My research goal was to try and obtain information about Andrew Carroll's date of death through additional sources. Initially, my cousins, Edward P Carroll Jr and John Joseph Carroll, were the first to search for any information on Andrew Carroll's date of death. This took place in 1920's. Unfortunately, they did not have any success finding Andrew's date of death.
Not knowing what other sources that my cousins consulted besides the Index of deaths, I asked Ms. Gibbons to look into the following: Following are portions of the final research report :
1- Index to Deaths 1893-1905
The county, as noted above, did record deaths for the period 1893-1905. Not all deaths were included as it was not mandatory. Schuylkill County Death Index Book 1 on microfilm consisting of handwritten indexes for the period 1893-1901 was researched and no Andrew CARROLL was contained. There were just over one dozen individuals with the CARROLL surname who died and were recorded here or were legible. I then proceeded to the actual records for each male CARROLL and reviewed each male listing in case of spelling errors, typographical errors/mistakes in first names, or even the possibility that Andrew used two first names as sometimes was the case (for example, “John Joseph”, who might have been known as “Joseph”). Of the seven males reviewed with different first names, none matched with known information on Andrew or his spouse.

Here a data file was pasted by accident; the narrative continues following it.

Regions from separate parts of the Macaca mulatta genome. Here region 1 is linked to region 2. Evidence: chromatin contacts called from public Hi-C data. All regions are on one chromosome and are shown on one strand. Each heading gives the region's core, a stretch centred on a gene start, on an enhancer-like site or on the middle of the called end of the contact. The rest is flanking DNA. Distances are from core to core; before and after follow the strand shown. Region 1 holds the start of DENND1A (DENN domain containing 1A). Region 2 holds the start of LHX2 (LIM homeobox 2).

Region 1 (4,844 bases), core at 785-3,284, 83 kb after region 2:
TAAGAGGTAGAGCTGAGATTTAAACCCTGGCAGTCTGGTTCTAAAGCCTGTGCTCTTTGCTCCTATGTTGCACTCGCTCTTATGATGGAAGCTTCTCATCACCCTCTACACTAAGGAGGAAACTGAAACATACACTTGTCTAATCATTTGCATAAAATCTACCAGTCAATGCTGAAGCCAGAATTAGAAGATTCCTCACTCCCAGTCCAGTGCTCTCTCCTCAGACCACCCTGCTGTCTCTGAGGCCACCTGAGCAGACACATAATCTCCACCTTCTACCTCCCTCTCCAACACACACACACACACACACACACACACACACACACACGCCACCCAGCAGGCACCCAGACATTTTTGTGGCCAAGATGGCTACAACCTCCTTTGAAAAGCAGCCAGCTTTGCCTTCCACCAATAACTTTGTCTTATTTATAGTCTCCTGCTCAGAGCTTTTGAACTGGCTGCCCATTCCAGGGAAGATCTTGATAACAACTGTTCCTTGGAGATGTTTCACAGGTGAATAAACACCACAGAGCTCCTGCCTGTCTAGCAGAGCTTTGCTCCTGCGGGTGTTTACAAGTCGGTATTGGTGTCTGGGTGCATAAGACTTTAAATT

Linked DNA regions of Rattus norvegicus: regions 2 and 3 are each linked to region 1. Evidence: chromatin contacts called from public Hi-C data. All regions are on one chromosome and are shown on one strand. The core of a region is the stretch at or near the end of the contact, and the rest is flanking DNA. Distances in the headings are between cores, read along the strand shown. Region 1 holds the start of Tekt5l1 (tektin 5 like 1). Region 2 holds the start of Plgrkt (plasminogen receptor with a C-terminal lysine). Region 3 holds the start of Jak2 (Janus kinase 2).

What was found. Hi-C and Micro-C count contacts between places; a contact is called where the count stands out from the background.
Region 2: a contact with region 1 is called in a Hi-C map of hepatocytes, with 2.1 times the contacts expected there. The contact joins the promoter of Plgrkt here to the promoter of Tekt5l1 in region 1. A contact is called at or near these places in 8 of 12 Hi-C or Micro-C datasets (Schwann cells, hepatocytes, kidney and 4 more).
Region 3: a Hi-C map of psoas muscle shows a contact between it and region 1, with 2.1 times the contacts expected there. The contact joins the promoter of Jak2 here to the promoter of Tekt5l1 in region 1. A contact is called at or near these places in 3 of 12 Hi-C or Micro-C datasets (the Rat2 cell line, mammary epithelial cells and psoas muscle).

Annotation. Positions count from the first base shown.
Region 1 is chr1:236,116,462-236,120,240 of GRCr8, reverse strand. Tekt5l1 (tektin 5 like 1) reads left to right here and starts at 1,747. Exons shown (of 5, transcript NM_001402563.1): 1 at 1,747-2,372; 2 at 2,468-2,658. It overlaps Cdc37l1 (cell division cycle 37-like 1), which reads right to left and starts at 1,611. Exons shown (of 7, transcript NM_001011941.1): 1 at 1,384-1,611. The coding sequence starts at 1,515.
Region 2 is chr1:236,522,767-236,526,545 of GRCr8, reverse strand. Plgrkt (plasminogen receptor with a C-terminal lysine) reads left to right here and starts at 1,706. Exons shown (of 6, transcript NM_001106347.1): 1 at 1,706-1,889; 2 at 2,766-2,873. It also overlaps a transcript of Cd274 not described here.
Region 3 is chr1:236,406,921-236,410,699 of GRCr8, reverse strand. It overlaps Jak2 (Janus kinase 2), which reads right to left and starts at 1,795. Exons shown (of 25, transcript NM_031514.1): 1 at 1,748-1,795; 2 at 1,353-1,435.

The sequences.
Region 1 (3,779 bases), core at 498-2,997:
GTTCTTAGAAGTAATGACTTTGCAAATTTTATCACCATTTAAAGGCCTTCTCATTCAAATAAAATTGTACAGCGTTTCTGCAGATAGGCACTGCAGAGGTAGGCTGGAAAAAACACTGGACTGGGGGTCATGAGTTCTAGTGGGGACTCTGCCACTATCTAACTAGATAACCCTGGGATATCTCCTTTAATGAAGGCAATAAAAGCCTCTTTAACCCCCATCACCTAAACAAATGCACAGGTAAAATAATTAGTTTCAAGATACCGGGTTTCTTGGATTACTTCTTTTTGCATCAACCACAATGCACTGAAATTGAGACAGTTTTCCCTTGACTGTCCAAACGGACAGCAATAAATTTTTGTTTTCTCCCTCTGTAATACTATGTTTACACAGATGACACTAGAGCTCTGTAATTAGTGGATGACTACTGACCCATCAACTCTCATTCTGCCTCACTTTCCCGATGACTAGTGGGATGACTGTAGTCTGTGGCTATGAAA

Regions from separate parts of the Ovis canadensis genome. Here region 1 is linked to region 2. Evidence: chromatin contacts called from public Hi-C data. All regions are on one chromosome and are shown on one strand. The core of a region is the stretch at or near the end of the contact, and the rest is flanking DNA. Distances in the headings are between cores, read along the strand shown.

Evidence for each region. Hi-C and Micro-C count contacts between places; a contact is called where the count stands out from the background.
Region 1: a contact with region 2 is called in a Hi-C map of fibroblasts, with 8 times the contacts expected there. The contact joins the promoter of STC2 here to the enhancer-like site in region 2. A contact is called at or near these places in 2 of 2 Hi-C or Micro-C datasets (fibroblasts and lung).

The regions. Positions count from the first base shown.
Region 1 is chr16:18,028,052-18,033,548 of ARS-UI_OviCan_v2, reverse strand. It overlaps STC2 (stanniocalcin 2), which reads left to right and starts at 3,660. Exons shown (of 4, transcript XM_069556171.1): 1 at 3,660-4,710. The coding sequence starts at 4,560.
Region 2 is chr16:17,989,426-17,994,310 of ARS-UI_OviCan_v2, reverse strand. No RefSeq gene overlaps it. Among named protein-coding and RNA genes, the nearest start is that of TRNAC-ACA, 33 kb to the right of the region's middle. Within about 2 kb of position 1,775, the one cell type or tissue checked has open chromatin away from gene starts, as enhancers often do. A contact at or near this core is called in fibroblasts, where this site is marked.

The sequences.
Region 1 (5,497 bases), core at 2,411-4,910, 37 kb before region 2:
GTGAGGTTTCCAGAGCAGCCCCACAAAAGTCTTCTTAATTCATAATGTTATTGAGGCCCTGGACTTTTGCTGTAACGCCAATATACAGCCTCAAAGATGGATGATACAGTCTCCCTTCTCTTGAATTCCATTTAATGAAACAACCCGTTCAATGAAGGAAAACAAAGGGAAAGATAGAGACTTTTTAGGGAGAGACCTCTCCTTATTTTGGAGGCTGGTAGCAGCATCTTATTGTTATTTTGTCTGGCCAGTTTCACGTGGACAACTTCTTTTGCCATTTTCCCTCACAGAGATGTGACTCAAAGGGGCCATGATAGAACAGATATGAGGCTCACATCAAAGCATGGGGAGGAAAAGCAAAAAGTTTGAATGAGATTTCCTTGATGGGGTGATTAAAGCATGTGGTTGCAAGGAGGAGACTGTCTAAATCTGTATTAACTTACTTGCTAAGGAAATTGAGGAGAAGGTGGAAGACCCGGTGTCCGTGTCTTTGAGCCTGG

Index to Deaths, Book 1, 1893-1901, A-D. Schuylkill County Register of Wills, Courthouse, Pottsville, PA.
2- County Census for 1890:
A Directory of the Eleventh Census of the Population of Schuylkill County was researched in the following townships/boroughs where the CARROLLS were known ore believed to have resided according to client information and census records provided. No Andrew or Catherine CARROLL was found in: Tamaqua; Shenandoah; Mahanoy Township (includes Lost Creek, the birthplace of one child); or New Castle Township.